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Nordstrom Stock May Just Have Gotten a Little Too Hot

Josh Enomoto

I never expected to be in this situation. The last time I discussed Nordstrom (NYSE:JWN), I did so as one name among several exciting retail plays. But just in a matter of days, Nordstrom stock jumped to double-digit gains. Having closed at a year-high of $65.02, what should investors expect next?

I should clarify that I’m not surprised that Nordstrom performed well. Management has implemented significant changes, including directing resources towards lucrative segments such as the discount-centric Nordstrom Rack. In addition, the luxury department store delivered an outstanding earnings beat in the second quarter, driving up the share price.

These are factors that should steadily boost the stock. Where I grew concerned was in the magnitude of the jump. Since the beginning of August, Nordstrom has skyrocketed a remarkable 30%. In sharp contrast, chief rival Macy’s (NYSE:M) has lost 4%. Moreover, M shares currently trade pensively.

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Nordstrom also goes against the grain compared to other department stores. Dillard’s (NYSE:DDS), which also specializes in luxury-oriented goods, has only reached parity since the start of August. I don’t want to bring up JC Penney (NYSE:JCP) because it’s obviously not in the same class. However, shares have dropped an unbelievable 28% over the aforementioned period.

The point I’m making is that among the major department stores, only Nordstrom has found any measure of success over the past several weeks. But critics may state that department stores are department stores. Retailers still have plenty to prove.

So is there truly something special about Nordstrom that justifies the stock, or should prospective buyers move on?

Nordstrom Stock Gains on Management’s Business Smarts

Before we begin, let’s just have an honest conversation: department stores really are just department stores. In terms of physical resources, not much separates Nordstrom from the competition. They all sell the same stuff and hope consumers keep coming back for more.

That said, what distinguishes Nordstrom stock is management’s vision and its ability to execute. For instance, I recently mentioned that despite impressive unemployment figures, the labor force participation rate is surprisingly disappointing.

However, women workers have mitigated their participation losses better than men. Logically then, retailers should focus attention on up-and-coming female professionals.

That’s exactly what Nordstrom has done. Last year, management ditched their previously exclusive focus on unrealistically-thin women, and initiated a more inclusive environment. Now, their company stores feature mannequins of all sizes, and have upgraded their product offerings accordingly.

Another area in which the premium retailer excels is in their Nordstrom Rack business. Luxury-centric companies face difficulties when broaching this subject. Of course, selling products on discount drives up both foot-traffic and revenues. But do this too much and it cheapens the brand. Such tactics also teaches the consumer to wait for discounts, thereby stymieing longer-term growth.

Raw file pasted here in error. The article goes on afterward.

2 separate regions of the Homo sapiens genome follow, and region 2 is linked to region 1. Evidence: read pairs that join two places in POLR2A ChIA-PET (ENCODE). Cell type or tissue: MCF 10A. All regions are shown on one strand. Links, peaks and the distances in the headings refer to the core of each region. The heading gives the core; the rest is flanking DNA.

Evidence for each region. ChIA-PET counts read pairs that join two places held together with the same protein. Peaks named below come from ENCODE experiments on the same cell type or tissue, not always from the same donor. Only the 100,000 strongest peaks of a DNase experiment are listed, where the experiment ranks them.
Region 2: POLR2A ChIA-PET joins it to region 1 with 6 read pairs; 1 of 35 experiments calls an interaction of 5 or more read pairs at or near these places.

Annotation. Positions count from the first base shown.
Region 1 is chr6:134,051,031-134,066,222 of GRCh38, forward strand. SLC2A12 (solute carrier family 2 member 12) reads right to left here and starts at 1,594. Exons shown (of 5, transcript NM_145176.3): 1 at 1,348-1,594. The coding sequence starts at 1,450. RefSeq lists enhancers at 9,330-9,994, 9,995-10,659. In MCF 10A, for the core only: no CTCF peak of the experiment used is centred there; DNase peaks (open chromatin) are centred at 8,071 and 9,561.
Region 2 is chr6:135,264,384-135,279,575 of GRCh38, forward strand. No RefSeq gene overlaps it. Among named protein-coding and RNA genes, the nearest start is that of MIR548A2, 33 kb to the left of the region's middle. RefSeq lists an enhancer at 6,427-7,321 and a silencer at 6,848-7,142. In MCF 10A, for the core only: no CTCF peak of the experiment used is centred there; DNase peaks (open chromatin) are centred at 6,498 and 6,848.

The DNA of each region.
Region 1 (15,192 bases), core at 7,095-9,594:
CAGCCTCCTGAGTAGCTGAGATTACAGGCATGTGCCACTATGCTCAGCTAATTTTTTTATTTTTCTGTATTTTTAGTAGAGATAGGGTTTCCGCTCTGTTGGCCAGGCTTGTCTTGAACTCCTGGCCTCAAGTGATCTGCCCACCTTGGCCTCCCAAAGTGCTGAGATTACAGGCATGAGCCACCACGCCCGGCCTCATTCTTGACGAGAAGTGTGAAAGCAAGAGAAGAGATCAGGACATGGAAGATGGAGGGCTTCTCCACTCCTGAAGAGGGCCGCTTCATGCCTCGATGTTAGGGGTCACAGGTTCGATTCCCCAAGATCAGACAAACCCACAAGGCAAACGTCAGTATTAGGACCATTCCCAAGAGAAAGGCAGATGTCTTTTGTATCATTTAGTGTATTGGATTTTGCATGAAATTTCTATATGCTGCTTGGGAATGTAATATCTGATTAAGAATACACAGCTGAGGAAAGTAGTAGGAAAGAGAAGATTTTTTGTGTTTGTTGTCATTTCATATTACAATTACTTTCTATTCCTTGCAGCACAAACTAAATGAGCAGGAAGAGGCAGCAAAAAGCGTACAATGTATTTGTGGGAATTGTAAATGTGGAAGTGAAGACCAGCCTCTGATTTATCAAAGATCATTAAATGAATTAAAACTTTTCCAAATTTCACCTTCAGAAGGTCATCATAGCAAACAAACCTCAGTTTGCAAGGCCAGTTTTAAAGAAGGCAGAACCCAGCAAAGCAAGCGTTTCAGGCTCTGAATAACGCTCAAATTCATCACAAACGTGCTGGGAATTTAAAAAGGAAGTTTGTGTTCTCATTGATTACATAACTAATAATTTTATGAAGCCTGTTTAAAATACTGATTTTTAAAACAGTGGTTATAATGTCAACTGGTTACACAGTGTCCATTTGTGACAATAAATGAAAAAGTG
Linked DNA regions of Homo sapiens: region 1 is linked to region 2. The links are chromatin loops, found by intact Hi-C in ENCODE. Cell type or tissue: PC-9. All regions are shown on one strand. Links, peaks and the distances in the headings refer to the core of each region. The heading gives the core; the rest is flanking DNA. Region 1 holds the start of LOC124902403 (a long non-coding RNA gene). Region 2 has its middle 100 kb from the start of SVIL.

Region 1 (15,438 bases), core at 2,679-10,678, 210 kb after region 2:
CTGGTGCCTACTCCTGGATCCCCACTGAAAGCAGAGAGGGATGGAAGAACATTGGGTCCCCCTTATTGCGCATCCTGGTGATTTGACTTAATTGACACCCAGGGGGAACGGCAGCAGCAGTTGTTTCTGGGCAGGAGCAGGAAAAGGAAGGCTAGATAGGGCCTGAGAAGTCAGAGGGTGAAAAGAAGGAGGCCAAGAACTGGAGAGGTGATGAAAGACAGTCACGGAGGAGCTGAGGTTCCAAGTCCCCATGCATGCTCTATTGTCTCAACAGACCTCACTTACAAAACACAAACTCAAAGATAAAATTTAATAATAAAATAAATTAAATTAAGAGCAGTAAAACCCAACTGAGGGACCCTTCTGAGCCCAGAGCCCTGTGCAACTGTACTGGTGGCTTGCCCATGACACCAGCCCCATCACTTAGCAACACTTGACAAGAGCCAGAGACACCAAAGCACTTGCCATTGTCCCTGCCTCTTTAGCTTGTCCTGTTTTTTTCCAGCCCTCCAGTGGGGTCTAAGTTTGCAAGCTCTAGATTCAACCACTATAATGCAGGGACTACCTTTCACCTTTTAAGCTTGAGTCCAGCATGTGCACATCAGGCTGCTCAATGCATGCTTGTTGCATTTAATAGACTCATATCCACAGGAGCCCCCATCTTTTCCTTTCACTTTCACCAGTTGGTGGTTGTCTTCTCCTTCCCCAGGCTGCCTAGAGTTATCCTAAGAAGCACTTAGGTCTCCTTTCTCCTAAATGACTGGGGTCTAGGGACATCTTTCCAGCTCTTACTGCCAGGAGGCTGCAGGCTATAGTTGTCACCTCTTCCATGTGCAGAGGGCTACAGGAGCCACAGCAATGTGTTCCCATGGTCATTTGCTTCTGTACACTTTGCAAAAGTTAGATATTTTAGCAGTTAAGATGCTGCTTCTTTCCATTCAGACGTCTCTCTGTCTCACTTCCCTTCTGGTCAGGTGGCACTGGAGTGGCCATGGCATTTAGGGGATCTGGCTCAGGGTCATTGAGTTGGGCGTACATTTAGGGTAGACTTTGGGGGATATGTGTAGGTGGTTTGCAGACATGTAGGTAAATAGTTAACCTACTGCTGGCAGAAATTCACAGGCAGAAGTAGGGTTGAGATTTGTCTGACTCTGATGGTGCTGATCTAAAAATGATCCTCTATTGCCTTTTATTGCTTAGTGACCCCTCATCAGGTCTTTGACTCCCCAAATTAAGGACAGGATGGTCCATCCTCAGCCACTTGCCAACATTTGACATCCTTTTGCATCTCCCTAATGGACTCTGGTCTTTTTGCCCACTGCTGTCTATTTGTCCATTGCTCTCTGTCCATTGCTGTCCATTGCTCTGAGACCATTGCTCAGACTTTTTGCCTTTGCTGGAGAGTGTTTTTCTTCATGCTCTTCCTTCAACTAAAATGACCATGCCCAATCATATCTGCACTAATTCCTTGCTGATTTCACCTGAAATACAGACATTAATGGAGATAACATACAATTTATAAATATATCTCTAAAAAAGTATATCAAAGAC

But Nordstrom Rack is unlike other discount stores. Their product presentation is organized and inventory is well-stocked for all genders. Nothing about the Rack feels cheap; instead, it’s simply an outlet for quality goods at a reduced price.

On the other hand, Macy’s Backstage, their version of the Rack, unfortunately gives off cheap vibes. Backstage is an afterthought, where unwanted inventory goes to die a prolonged death. One of the bigger issues is that gender-based offerings are disjointed.

I think it’s a missed opportunity, and helps explain whyNordstrom stock beats the competition.

Exercise Patience with Nordstrom

So am I in on Nordstrom stock? Generally, yes. In real estate, the common mantra you’ll hear is “location, location, location.” But in business, and especially for the consumer discretionary market, it’s “people, people, people.”

All department store executives are led by smart leaders. However, only Nordstrom has brought all the think-tank sessions and conference calls into a cohesive, effective strategy. That’s why Nordstrom trades at a premium, while the competition trades at a discount.

At the same time, I think shares have gotten overheated. In prior trades, we’ve witnessed Nordstrom stock catalyze similar spikes, only to come crashing down. Therefore, I wouldn’t chase it at this level.

But if Nordstrom stock dips back down, say to its 200 day moving average, I’m interested. Granted, the retail sector is still shaky, but I’m impressed with what management has done. If anything, Nordstrom deserves to be a cut above the rest.

As of this writing, Josh Enomoto did not hold a position in any of the aforementioned securities.

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